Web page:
Revenge Hiring and Revenge Firing

Recruitment is one of the most important factors when it comes to putting your organisation into a position where it can compete, and be successful. Getting the right people into the right positions is crucial, and if done correctly, everything else after that is a whole lot easier. Conversely however, if a company’s recruitment policy is carried out poorly, or individuals within that company are not held to account, then you are going to have issues – and serious issues, not very far down the line. Here we deal with perhaps the worst instance of how recruitment can go very wrong.

What is Revenge Hiring?

In a nutshell revenge hiring is where someone in the business hires an individual merely to get one over – or to get revenge – on someone else in the same organisation or who used to be. Incredible though it sounds, this does go on, and it goes on a lot more than you would ever guess. Under the wide umbrella of revenge hiring, the motivation is often different in each case, but the one constant is that the underlying reason for the hire is not solely for the benefit of the business, but the individual doing the hiring.

Examples of revenge hiring

* The re-hiring of a fired employee: This is where an employee is fired by one manager, only to be re-hired by another manager. This can happen when two managers are poles apart in their thinking, or the hiring manager spots something in the individual that the firing manager is blind about, in order to prove that the firing manager was wrong.

* The roadblock hiring: In order to prevent a high calibre individual from climbing the ladder, a manager hires someone to fill a newly created additional layer; thus blocking the original employee from progressing and delaying the succession plan.

* The upper hand hiring: This happens when the CEO goes against your advice and hires someone you don’t believe is capable of doing the job. Many times this is the case when the hired individual is a relative, friend or former colleague.

* The HR vs. the business hiring: this occurs when the business decides to hire their preferred candidate instead of following the correct HR practices and procedures, in providing equal opportunity to all short listed candidates in an equal and fair manner.

Consequences of revenge hiring

Whichever way you look at it, revenge hiring is bad news, not only for the organisation, but more often for those being hired as well. If not checked, it will spread and eat away at your organisation like a cancer. When accused of revenge hiring the hiring manager will almost always trot out the business reasons behind the decision, but as it is crucial, you have to be firm and follow up on all cases where this has been seen to have occurred. By undertaking a policy of revenge hiring, a business, department or individual is putting themselves in a weaker position against their competitors. This is bad news for everyone, from the lowest employee, up to the CEO and the shareholders.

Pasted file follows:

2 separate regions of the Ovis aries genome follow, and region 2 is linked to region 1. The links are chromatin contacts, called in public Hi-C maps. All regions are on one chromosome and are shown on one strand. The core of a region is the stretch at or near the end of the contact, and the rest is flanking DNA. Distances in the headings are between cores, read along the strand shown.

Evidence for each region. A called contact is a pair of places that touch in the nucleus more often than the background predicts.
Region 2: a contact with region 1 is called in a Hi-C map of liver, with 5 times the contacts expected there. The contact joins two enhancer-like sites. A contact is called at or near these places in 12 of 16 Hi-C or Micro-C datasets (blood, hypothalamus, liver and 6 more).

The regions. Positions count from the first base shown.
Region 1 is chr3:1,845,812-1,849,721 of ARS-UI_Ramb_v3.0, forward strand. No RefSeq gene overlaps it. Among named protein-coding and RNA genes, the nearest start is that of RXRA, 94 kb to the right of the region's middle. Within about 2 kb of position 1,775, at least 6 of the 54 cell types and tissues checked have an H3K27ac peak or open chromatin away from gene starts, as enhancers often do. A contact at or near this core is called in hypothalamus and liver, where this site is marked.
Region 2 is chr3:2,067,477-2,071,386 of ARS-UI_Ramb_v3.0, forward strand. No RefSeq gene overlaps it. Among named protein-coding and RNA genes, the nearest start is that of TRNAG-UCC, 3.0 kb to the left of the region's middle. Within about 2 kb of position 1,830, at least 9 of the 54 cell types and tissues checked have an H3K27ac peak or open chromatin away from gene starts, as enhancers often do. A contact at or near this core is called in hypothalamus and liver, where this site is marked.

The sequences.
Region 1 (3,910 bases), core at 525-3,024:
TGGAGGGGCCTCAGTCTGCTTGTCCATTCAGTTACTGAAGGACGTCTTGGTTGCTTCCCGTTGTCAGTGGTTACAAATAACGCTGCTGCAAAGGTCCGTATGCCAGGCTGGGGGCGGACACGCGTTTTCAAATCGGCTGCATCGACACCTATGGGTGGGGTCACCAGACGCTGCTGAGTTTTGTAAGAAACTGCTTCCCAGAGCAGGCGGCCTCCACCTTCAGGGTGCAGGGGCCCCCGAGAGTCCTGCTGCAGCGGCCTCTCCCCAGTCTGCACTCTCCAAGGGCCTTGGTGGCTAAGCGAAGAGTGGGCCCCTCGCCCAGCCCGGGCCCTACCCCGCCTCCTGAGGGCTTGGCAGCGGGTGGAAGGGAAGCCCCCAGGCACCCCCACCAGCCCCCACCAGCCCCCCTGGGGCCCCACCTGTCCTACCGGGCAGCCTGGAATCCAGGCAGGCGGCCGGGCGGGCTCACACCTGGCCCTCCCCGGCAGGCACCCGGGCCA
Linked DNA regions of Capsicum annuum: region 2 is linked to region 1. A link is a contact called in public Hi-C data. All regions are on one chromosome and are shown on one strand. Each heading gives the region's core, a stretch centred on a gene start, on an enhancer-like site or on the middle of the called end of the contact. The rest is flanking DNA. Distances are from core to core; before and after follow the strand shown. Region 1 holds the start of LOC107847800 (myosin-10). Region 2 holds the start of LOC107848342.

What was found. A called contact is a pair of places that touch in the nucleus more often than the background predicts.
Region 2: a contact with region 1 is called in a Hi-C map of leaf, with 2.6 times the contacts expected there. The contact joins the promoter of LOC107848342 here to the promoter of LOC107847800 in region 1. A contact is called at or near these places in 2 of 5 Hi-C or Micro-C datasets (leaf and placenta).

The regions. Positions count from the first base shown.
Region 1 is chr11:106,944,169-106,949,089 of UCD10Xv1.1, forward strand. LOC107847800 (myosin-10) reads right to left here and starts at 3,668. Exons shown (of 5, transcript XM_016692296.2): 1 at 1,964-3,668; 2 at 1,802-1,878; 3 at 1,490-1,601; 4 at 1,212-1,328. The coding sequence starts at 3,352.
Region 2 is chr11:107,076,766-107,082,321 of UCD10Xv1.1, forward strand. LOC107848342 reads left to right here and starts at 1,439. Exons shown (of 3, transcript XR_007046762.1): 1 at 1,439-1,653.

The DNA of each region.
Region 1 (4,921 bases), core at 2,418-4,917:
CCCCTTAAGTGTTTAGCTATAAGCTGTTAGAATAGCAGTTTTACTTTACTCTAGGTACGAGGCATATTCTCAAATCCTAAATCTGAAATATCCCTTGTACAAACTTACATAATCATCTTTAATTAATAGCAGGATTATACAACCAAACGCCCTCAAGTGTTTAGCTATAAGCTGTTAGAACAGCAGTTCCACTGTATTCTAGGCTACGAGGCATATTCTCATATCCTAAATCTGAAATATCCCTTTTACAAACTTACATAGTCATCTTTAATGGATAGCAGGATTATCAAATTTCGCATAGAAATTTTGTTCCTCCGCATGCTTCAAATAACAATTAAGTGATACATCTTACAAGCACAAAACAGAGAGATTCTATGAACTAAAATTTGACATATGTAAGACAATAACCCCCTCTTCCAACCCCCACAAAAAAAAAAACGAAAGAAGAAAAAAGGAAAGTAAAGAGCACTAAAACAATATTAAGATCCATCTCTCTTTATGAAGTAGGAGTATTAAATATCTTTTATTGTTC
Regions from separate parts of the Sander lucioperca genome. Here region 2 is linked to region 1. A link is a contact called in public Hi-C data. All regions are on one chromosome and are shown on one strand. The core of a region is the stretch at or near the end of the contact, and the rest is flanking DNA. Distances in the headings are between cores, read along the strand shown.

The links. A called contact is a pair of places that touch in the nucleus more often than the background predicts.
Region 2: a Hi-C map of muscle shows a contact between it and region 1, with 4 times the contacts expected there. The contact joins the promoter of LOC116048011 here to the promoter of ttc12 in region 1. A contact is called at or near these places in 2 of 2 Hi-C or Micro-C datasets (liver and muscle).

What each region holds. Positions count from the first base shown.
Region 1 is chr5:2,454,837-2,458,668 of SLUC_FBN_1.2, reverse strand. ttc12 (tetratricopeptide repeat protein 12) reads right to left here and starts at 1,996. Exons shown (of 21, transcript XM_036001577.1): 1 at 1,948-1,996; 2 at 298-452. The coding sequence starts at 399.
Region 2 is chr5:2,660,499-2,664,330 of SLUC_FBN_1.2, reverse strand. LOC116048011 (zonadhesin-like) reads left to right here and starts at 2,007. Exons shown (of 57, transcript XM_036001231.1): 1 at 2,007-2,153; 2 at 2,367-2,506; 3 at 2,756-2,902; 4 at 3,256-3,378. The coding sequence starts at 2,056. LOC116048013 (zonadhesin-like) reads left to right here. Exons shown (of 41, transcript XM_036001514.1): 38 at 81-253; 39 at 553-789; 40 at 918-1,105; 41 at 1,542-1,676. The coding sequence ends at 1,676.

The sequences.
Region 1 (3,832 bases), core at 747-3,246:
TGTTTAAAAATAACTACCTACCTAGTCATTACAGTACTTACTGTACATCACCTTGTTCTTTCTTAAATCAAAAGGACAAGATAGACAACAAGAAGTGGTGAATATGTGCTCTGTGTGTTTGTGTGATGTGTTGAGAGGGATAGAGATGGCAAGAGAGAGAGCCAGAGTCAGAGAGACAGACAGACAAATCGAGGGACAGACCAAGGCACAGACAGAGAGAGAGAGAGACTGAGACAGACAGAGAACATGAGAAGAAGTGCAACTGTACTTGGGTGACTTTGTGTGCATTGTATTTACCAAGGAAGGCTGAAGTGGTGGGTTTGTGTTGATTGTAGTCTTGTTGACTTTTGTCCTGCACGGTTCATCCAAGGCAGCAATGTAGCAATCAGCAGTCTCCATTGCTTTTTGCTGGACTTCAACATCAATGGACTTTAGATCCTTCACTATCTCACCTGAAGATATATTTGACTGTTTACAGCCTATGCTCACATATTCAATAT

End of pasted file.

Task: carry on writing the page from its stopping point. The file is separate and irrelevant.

What is Revenge Firing?

As the name suggests this is revenge hiring in reverse, and by its definition is equally if not more damaging for the organisation, and certainly for the individual involved.

Examples of revenge firing

* The firing of a hired employee: This occurs when a manager fires an individual who has been hired by another manager merely to show that the latter was wrong and that he/she is going to do things differently and to cut out any remaining loyalty to the hiring manager.

* The firing of an ethical employee: This occurs when an employee is fired because he/she refuses to align themselves with the corrupt or unethical practices carried out by the manager in question.

* Firing of “once useful” toxics: This occurs when a manager fires an employee they have used to do their “dirty work”. For example they may have implemented fraud, corruption or unethical procedures. When they are no longer useful, this individual is then fired in order to protect the manager and prevent the truth coming to the surface.

* The boycott firing/scapegoat: When, in order to deflect the attention or heat from him or herself, the manager fires an individual, therefore making it appear that the person being fired is the one responsible for the present situation.

* The Firing Resignation: Even though it is seen as a resignation, actually it is hidden behind a top manager’s desire to fire. This is where a manager “forces” an employee indirectly to resign by continually undermining them; giving poor and unfair appraisals; preventing the individual from promotion, etc.

Consequences of revenge firing

Like its sibling, revenge firing is an incredibly destructive practice that needs to be stamped out as soon as it becomes evident it has taken place. Not only is your organisation depriving itself of potentially talented individuals, but you are wide open to tribunals and legal action.

Conclusion

There are no circumstances where either revenge firing or hiring is a good thing for the individual or organisation involved. It is far, far better to take the often difficult steps to address this as soon as it rears its head, because the long term consequences are likely to be far more damaging and far reaching. Additionally, by ensuring the correct policies and procedures are in place and are always followed, you are putting yourself in a position where it is more unlikely to happen in the first place.

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